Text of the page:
Art Business News

Award celebrates contributions to African American art

Award celebrates contributions to African American art

ATLANTA — Dr. Kellie Jones, an assistant professor in the departments of History of Art and African American Studies at Yale University, became the first recipient of the David C. Driskell Prize from the High Museum of Art on March 7. As a renowned African American artist and art scholar, the David C. Driskell Prize recognizes an individual in the beginning or middle of his/her career, whose work represents an original and important contribution to the field. This prize was the first national award to honor and celebrate contributions to the field of African American art and art history.

“From her [Jones] recent scholarship on African American artists in the West to her exhibition of Jean-Michel Basquiat, Kellie has produced a unique body of work over the past 20 years that has distinguished her as an art historian, curator and professor,” says Michael E. Shapiro, director. “Kellie’s dedicated research makes her an exemplary first recipient of the Driskell Prize, an award that reflects the High’s ongoing commitment to support scholarship and creativity in this field.”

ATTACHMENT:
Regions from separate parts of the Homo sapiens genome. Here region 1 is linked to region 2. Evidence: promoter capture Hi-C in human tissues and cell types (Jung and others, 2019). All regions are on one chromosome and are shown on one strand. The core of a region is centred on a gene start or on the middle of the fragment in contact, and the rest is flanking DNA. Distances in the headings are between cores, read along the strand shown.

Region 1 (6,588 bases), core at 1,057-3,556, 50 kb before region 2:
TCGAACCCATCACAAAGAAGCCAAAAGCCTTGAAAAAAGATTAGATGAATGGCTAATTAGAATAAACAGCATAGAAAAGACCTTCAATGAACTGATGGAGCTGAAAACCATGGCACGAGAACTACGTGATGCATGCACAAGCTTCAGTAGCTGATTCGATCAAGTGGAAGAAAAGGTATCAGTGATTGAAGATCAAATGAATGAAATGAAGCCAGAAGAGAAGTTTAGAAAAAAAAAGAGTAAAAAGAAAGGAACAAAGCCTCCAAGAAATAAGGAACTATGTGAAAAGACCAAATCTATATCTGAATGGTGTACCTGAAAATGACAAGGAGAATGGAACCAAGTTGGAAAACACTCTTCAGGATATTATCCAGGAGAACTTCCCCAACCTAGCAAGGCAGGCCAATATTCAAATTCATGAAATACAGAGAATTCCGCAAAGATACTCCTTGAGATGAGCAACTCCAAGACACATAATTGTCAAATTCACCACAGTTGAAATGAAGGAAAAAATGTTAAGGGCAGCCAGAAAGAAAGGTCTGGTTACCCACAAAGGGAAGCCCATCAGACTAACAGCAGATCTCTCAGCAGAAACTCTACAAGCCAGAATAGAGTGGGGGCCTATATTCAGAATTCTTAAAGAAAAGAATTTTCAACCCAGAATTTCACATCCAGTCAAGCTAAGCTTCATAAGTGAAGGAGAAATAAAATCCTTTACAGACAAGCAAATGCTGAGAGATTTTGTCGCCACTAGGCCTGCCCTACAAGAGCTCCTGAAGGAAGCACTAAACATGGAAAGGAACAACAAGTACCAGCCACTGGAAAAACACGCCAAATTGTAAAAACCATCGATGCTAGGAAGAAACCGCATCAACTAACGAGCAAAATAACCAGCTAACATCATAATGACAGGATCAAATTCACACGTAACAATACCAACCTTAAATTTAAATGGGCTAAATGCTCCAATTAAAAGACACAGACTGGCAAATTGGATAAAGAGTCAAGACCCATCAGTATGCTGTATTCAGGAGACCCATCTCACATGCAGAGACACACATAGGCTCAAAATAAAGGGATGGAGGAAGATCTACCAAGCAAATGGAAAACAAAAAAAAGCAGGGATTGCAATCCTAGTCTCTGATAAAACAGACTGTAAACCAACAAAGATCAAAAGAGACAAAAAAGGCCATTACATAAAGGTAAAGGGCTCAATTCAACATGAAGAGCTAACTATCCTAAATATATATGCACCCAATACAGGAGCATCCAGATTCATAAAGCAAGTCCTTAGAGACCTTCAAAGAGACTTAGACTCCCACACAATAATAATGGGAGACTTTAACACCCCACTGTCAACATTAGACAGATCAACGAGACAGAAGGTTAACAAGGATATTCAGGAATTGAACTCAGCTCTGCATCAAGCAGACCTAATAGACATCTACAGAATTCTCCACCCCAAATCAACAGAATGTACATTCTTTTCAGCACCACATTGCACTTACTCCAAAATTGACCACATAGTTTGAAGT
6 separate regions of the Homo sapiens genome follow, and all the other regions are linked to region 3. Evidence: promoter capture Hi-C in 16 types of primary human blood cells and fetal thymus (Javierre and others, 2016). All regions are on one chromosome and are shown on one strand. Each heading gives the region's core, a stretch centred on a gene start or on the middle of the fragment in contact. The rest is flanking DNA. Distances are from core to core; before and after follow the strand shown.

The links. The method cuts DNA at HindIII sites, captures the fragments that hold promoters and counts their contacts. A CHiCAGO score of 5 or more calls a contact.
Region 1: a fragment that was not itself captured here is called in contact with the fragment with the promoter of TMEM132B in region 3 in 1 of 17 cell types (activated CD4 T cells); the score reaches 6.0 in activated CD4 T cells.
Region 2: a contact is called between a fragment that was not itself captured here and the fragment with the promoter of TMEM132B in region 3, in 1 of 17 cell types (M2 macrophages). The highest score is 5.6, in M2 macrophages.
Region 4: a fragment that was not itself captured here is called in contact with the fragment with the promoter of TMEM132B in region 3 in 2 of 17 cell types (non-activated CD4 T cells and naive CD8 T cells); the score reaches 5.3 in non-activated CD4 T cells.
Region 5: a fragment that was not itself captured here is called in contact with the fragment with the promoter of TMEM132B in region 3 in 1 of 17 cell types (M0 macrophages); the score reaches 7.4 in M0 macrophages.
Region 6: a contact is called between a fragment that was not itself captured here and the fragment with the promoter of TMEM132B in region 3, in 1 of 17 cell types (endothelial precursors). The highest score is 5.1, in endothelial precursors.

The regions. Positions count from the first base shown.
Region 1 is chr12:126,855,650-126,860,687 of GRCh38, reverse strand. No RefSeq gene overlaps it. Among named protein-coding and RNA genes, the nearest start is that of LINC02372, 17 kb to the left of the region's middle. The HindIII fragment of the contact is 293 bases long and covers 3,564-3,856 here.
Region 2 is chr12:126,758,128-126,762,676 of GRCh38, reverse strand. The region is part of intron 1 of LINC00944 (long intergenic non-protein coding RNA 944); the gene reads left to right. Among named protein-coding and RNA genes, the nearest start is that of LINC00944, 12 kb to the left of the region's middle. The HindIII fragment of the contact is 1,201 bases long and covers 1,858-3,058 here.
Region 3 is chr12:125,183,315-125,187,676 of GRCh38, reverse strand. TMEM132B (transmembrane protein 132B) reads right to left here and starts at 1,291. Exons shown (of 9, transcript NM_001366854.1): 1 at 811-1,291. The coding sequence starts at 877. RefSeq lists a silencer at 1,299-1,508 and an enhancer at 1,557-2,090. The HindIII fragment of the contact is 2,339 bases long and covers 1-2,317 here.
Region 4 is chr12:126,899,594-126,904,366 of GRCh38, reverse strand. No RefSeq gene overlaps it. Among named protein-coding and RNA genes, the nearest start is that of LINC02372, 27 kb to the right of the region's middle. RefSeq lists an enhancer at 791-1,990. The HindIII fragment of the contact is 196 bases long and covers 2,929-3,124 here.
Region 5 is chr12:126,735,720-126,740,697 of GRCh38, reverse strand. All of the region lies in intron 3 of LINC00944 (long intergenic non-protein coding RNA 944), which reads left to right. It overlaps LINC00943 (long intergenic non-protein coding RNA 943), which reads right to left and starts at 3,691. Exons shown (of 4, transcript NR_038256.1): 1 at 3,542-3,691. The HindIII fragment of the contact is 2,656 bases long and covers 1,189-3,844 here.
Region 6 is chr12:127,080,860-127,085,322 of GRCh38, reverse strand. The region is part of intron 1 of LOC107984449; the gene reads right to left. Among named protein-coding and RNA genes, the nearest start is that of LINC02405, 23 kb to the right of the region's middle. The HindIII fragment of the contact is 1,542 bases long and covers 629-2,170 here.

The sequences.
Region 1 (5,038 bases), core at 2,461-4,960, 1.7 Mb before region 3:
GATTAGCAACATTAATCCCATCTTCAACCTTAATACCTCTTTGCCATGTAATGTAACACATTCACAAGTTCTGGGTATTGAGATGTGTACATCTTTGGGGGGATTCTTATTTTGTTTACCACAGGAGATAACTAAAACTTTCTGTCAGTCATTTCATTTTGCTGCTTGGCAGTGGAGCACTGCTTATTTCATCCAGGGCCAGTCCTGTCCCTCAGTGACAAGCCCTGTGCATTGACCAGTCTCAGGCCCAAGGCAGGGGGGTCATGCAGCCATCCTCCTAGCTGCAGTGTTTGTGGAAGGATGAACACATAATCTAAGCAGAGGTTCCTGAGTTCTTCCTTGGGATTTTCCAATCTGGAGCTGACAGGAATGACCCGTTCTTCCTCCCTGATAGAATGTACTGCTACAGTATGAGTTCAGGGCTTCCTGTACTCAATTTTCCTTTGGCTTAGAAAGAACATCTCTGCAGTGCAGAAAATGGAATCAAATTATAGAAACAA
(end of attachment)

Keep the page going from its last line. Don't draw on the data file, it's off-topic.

Jones has studied the work of African American, African Diaspora and Latin American artists, as well as issues in contemporary art and museum theory. Currently, she is co-curating the exhibition “Basquiat,” at the Brooklyn Museum of Art through June 5.

“Such acknowledgment of my work by my colleagues is immensely gratifying,” says Jones. “Being the first recipient of the Driskell Prize lends even more significance to this honor. The High’s establishment of this annual award will increase the visibility of artists and scholars who work in this field, which in the past has been under-recognized. It is a privilege to be named as the first recipient.”

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